I'm interested in your serpentine kit and a high output Alternator for a Volvo D2 55 is the same as the Perkins 404c 22 engine, it seems Volvo D2 55 serpentine belt kit and 200 amp high out put alternator will fit my Perkins engine as the pulleys are the same on both engines.

I have an external regulator Balmar Model MC 612.

Can you please send me product details model reference numbers and availability plus a quote for these Products.

I look forward to your reply,

John Majewski


Sorry, but we don't make pulley kits for marine engines. There is just not enough volume to make the tooling and/or R&D investment worth while. Amortizing such an investment over the number of individual kits for a particular alternator and for a particular engine would make the kit cost about as much as the engine.

We've, almost certainly, got the high amp marine alternator that you need -- and any of our units will work with your existing regulator -- but it will probably not be a bolt-in replacement for your existing unit.

And, frankly, pulleys are just part of a proper marine alternator retrofit/installation.

In most cases, particularly for people wanting to move up to charging/generating equipment far beyond the capability of the tiny alternators that come stock on marine engines, bracketing for physically large alternators becomes a necessity.

Therefore, we recommend that mechanical savvy owners of marine engines simply do a little bit of simple bracketing (or contract with a good marine or automotive fabricator) -- and install the size alternator that they need on their engine (not just one that's the same size as their existing model) -- using simply fabricated components and/or off the shelf parts.

For example, bracketing and drive pulleys for a 250 amp alternator will be different than those needed for a 150 amp model. And, given the variety in marine equipment needs, and the wide range of personal preferences in the world of boat owners. Fitting the right alternator is key to a satisfactory experience.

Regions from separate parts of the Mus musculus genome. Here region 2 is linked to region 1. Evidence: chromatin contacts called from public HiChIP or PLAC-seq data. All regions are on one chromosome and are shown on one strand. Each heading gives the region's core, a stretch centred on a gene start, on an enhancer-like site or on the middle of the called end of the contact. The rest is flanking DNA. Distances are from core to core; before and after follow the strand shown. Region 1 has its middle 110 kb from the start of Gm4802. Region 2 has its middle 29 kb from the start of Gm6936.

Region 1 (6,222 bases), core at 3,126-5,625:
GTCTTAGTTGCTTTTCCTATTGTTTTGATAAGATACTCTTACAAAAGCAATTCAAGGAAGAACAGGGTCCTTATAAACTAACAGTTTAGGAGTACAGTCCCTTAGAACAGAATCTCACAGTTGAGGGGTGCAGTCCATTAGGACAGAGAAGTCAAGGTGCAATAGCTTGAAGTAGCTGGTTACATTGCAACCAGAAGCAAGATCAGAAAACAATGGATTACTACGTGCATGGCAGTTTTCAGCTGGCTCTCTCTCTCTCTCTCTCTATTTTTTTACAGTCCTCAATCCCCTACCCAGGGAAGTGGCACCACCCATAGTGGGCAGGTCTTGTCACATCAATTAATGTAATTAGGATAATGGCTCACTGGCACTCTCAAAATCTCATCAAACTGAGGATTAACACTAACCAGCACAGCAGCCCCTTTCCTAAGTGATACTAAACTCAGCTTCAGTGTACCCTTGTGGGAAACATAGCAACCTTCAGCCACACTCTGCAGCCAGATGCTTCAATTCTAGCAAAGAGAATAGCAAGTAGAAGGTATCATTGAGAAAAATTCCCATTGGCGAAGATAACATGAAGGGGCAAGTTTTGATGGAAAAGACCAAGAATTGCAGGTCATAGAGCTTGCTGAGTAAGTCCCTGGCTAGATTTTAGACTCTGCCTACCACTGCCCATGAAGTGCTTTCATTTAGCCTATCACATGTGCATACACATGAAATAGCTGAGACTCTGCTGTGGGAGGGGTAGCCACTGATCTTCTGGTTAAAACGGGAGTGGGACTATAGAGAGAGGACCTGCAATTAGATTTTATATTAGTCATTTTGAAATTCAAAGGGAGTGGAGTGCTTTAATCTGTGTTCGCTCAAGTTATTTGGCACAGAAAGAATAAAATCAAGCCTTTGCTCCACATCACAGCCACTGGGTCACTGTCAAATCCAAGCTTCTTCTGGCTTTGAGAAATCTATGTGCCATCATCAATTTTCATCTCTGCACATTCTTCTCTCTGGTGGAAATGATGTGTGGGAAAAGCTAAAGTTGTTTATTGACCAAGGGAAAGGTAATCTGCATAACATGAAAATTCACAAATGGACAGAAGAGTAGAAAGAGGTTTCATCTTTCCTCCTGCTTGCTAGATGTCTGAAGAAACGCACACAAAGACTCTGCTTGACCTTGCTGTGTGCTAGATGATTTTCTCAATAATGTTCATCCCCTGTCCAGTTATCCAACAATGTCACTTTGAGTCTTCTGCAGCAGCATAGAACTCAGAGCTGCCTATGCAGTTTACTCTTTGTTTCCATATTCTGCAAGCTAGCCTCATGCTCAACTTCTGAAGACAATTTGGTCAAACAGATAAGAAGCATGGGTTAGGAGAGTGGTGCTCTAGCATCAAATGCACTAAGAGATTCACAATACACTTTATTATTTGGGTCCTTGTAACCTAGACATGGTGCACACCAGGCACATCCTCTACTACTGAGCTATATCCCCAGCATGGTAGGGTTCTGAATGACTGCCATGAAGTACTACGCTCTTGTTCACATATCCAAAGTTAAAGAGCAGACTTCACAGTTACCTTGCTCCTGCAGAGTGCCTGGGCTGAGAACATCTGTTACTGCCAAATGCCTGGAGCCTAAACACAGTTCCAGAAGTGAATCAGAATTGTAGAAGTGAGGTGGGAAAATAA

A bit of a "soap box" speech:

In our opinion, the "gold standard" for such installations often comprises a large heavy duty alternator installed secondary to the engine's small stock alternator -- with the stock alternator dedicated to the starting battery and underway electrical loads (instrumentation, etc.) and with the high amp alternator dedicated to a large house bank made up of deep cycle batteries. A step up from this is the installation of multiple high amp alternators fitted to the engine -- optimizing charging current, balancing he mechanical load of large alternators on the engine bearings, and providing superior performance on rather slow turning marine power plants.

It's too bad that boat manufacturers do not simply require engine manufacturers to fit the largest possible charging system that the engine chosen for the vessel can support, while also providing a large enough battery bank to allow that charging system become part of an efficient and cost effective means to replace on-board electrical generators.


Tony Blazina
ZENA, Incorporated

Hello Tony,

I'm very impressed with your reply, normally no one bother to reply, even though you do not have all what I need as a kit. I take your point on manufacturing affordability and lack of foresight by marine engine manufactures. More important your rare give advice seems as you say follow the gold standard of two Alternators, in my case I have a water maker high pressure pump to balance out the a High output Alternator if I can ever find a way to set it up problem free. The problem is matching all the components, like you say bracketing for physically large alternators, when sourced from different suppliers they never matches up.

I will take note of your emails valuable advise. 

John Majewski